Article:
On seeing the wood from the leaves and the role of voxel size in determining leaf area distribution of forests with terrestrial LiDAR

Martin Béland, Dennis D. Baldocchi, Jean-Luc Widlowski, Richard A. Fournier, Michel M. Verstraete
2014 Agricultural and Forest Meteorology  
Terrestrial LiDAR scanners have been shown to hold great potential for estimating and mapping three dimensional (3-D) leaf area distribution in forested environments. This is made possible by the capacity of LiDAR scanners to record the 3-D position of every laser pulse intercepted by plant material. The laser pulses emitted by a LiDAR scanner can be regarded as light probes whose transmission and interception may be used to derive leaf area density at different spatial scales using the
more » ... bert law or Warren Wilson's contact frequency method among others. Segmenting the canopy into cubic volumes -or voxelsprovides a convenient means to compute light transmission statistics and describe the spatial distribution of foliage area in tree crowns. In this paper, we investigate the optimal voxel dimensions for estimating the spatial distribution of within crown leaf area density. We analyzed LiDAR measurements from two field sites, located in Mali and in California, with trees having different leaf sizes during periods with and without leaves. We found that there is a range of voxel sizes, which satisfy three important conditions. The first condition is related to clumping and requires voxels small enough to exclude large gaps between crowns and branches. The second condition requires a voxel size large enough for the conditions postulated by the Poisson law to be valid, i.e., a turbid medium with randomly positioned leaves. And, the third condition relates to the appropriate voxel size to pinpoint the location of those volumes within the canopy which were insufficiently sampled by the LiDAR instrument to derive reliable statistics (occlusion effects). Here, we show that these requirements are a function of leaf size, branching structure, and the predominance of occlusion effects. The results presented provide guiding principles for using voxel volumes in the retrieval of leaf area distributions from terrestrial LiDAR measurements.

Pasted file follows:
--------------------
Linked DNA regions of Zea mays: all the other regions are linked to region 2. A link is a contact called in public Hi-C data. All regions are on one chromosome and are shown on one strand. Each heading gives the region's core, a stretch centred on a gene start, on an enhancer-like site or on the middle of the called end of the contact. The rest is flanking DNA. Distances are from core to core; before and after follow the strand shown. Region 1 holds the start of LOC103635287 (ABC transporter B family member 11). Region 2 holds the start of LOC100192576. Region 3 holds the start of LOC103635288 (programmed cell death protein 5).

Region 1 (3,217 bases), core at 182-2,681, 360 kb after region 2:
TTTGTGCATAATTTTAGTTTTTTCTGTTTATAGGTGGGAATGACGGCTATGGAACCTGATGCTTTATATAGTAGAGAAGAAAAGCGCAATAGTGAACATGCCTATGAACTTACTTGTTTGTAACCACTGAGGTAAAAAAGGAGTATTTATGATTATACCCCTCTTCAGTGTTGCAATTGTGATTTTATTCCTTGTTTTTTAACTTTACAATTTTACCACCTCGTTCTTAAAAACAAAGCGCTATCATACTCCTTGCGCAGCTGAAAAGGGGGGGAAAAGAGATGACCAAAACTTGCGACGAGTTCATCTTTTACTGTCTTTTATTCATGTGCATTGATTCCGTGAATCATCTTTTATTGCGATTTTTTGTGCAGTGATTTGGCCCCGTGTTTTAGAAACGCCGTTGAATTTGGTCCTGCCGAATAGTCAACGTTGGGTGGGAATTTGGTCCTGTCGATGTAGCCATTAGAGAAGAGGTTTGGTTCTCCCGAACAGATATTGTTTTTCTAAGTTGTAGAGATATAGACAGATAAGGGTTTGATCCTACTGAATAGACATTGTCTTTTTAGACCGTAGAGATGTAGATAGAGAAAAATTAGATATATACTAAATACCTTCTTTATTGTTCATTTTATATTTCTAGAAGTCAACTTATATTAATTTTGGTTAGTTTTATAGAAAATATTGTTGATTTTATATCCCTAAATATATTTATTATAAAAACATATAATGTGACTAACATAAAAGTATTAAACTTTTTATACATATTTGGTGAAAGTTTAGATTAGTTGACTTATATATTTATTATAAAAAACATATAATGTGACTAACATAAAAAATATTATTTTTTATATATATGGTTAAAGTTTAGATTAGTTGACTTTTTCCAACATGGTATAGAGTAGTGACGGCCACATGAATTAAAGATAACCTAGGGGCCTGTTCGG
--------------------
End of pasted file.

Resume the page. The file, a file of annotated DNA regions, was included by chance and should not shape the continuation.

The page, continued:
doi:10.1016/j.agrformet.2013.09.005 fatcat:secfcbhvwra6tat5mstlokpr6y